BY NICHOLAS SULLIVAN
The Woodland wrestling program is no stranger to seeing athletes sign to compete at the next level, and the Wildcats have sent plenty of alums to Division-I schools.
However, seniors Cole Cochran and Caleb Henson have a chance to do something none of the previous all-time greats managed. If the duo can help lead Woodland to duals and traditional state championships this season, the Wildcats’ Class of 2022 will have won both titles in each of their four years.
Along with their three duals and three traditional crowns, Cochran and Henson have combined for three individual state championships. Henson won as a sophomore, and both took home titles last season.
Due in part to that success, Cochran signed with Chattanooga and Henson inked with Virginia Tech during a ceremony Nov. 11 at WHS. Having gotten their future plans out of the way, the pair can turn their attention to completing the 2×4 and winning a couple more individual championships.
“It’s great that they both did it prior to the start of their senior year,” Wildcats head coach Adrian Tramutola said at the time of the signings. “I know sometimes it weighs on kids. … It’s all taken care of. They can turn their focus to their individual and team goals.”
And to be sure, they did. But for a few minutes, at least, Cochran and Henson got to reflect on how they reached this moment and what the future looks like for them beyond the borders of Woodland’s campus, Bartow County and even the state of Georgia.
“A lot of kids I’ve wrestled with my whole life are going there,” said Cochran, who is just barely crossing the state line to join the Mocs. “I already have a relationship with the team and the coaches. It’s just a cool town and not too far away from home. If you get homesick, you can get back pretty quick.
“I just love it up there.”
While Tramutola is a proud product of UTC and has now sent three of his Wildcats up there, he insists that he never tries to funnel his athletes to his alma mater. He firmly believes the school will be a great fit for Cochran and his tight-knit family.
“They’ve talked to a lot of our kids in the past,” Tramutola said of the Chattanooga program. “Obviously, I’m an alumni there. I’ve tried to kind of not put any of my personal stuff on them, because they’re the ones that are going to have to go to school there, live there and train there. You’re talking about a 4-5 year commitment, and a lot of people end up living in the city that they went to college.
“When they asked me my opinion, I was happy to give it. But I never wanted them to feel like I was trying to persuade them.”
Tramutola seemingly didn’t sway Henson to join ACC-member Virginia Tech, as Woodland’s first-ever national champion, a feat he achieved this past summer, certainly had his pick of schools.
“He knew it when he went there that it was the place for him,” Tramutola said. “I think that’s the best way to make the decision. You kind of get a feel for people. He thinks it’s a great fit, and I think it’s an awesome fit.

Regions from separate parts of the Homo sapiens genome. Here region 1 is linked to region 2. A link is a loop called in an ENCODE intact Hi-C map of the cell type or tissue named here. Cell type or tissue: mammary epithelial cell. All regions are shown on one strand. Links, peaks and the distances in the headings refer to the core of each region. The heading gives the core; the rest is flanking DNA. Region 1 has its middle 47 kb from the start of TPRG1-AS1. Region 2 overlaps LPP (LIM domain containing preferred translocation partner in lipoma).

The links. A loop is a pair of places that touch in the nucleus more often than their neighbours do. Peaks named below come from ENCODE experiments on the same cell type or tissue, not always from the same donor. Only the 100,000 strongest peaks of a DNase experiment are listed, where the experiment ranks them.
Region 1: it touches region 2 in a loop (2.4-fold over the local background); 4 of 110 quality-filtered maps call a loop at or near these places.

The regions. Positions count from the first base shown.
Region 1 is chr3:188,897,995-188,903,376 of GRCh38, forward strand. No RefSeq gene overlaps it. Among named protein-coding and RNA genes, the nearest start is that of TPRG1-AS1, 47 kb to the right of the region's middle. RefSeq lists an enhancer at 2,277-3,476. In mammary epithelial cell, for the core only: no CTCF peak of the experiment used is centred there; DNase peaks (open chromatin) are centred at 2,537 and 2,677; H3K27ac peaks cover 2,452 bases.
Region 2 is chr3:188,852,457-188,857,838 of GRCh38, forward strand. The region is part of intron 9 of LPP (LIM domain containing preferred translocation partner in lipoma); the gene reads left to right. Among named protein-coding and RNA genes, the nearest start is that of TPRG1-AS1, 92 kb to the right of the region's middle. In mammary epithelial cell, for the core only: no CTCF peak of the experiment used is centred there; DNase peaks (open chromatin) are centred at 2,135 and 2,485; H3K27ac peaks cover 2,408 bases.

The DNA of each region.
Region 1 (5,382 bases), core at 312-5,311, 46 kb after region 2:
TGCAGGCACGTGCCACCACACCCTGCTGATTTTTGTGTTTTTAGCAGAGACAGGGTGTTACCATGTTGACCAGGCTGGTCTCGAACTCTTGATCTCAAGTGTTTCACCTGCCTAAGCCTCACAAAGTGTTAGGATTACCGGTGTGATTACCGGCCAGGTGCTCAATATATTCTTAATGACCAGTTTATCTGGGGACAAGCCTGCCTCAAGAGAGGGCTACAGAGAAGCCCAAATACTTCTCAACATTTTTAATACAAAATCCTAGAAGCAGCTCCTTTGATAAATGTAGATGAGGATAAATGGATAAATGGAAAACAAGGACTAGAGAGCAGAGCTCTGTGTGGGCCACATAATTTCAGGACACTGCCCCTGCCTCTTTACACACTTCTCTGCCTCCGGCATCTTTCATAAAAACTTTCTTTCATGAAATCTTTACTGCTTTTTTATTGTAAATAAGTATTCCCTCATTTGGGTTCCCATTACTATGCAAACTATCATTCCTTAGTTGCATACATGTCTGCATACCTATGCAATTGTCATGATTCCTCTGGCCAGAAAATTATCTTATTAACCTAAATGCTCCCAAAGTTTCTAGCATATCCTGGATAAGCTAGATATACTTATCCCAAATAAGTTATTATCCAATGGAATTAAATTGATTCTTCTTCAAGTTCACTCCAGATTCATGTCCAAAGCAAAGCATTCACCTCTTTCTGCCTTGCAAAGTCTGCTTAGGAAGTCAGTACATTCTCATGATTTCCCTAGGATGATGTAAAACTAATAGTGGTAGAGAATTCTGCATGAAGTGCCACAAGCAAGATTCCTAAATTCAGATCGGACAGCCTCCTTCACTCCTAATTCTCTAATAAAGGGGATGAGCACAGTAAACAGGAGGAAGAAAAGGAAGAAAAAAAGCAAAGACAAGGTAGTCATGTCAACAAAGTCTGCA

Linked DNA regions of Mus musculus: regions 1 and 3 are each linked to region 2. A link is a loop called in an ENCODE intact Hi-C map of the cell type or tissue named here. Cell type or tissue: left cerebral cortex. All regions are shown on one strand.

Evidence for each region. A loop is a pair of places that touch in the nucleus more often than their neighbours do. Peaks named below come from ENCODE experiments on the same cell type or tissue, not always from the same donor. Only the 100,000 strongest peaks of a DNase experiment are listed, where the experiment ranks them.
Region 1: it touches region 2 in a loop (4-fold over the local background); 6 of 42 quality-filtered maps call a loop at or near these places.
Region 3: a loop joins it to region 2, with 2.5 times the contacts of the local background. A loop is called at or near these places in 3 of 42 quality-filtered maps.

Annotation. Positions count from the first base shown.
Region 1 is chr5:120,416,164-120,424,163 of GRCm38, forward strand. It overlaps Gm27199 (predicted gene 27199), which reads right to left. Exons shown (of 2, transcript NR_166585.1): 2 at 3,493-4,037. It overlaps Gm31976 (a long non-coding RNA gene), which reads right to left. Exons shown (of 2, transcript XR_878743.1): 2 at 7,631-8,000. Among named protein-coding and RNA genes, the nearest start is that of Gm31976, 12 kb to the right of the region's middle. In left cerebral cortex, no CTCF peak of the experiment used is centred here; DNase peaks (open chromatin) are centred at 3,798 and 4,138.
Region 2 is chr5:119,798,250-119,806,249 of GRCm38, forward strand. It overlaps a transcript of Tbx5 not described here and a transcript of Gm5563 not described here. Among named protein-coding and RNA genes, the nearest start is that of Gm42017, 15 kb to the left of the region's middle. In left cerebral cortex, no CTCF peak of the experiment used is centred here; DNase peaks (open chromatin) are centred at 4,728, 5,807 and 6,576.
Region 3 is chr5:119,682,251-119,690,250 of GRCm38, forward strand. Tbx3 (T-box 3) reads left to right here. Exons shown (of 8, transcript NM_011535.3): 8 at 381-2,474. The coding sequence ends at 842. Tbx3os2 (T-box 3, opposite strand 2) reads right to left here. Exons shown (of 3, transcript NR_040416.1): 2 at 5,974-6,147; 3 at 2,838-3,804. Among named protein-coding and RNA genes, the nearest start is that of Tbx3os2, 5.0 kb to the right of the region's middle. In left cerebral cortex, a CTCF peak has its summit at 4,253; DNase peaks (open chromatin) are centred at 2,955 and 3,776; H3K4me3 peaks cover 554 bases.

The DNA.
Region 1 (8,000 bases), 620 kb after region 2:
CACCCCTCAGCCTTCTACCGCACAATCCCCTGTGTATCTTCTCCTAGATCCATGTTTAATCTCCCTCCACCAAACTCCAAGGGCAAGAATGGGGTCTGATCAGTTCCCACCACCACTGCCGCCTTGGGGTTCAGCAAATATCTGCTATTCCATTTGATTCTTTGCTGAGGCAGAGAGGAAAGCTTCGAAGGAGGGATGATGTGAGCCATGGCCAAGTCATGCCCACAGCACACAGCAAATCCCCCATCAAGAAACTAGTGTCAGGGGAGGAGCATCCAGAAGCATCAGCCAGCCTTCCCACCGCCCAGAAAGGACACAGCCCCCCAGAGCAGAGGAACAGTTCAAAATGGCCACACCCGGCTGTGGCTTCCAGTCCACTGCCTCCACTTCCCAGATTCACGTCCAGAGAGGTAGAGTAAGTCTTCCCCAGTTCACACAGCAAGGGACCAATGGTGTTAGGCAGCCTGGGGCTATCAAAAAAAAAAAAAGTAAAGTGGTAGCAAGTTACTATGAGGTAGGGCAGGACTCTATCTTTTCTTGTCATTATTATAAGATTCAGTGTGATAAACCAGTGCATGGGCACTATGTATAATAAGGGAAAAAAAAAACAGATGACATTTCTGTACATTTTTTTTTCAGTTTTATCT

“They’re killing it right now. They just signed two other top kids, as well. They’ve got a really good recruiting class. I think he’s going to be a part of something extremely special that they’re building up there.”
Said Henson, “Everything there tops anywhere else, in my opinion. The coaching, the future that we have, the facilities, the partners that I have there, it’s really the whole nine [yards] for me.”
Then again, Henson would surely say the same thing about Woodland. Despite attending Cartersville Middle, he and Cochran, who went to Woodland Middle, have been friends well beyond the past three years.
“It’s just so cool to me,” Cochran said. “Caleb and I have been wrestling together since we were like 8 years old. To be able to [sign] with him is just awesome. It’s a lifelong drill partner. It’s just cool to have all of your hard work finally pay off and do what you’ve always dreamed of doing.”
Henson, likewise, reminisced about all of the times he spent with Cochran and other teammates training for the chance to wrestle in college.
“I feel like a little kid, because it’s kind of an early Christmas,” Henson said. “Set your goals, set them high and go achieve them. That’s all I did. It feels good to finally reach that peak. I’m not done yet. Still have more goals, chasing every day. This is just a step in the legacy.”
It’s a legacy that some would say was preordained. Many who have seen Henson throughout his career, which includes just one loss as a Wildcat, or saw Cochran’s older brother, Cody, win three individual state titles would argue that the pair were always destined for greatness.
Tramutola scoffs at that notion.
“I think sometimes it gets taken for granted,” the longtime head coach said. “You see kids like them, and you say, ‘Oh, they’re just good.’ Nobody is born a good wrestler. It doesn’t just happen. Nobody sees the work they put in or the sacrifices their families have made.
“It also says that they’re no different than any other kid. To some of our younger kids who might be inspired to be like them by the time they are seniors, it’s great to have them in the same room. … They’re two normal kids who have put a lot of work into the sport.”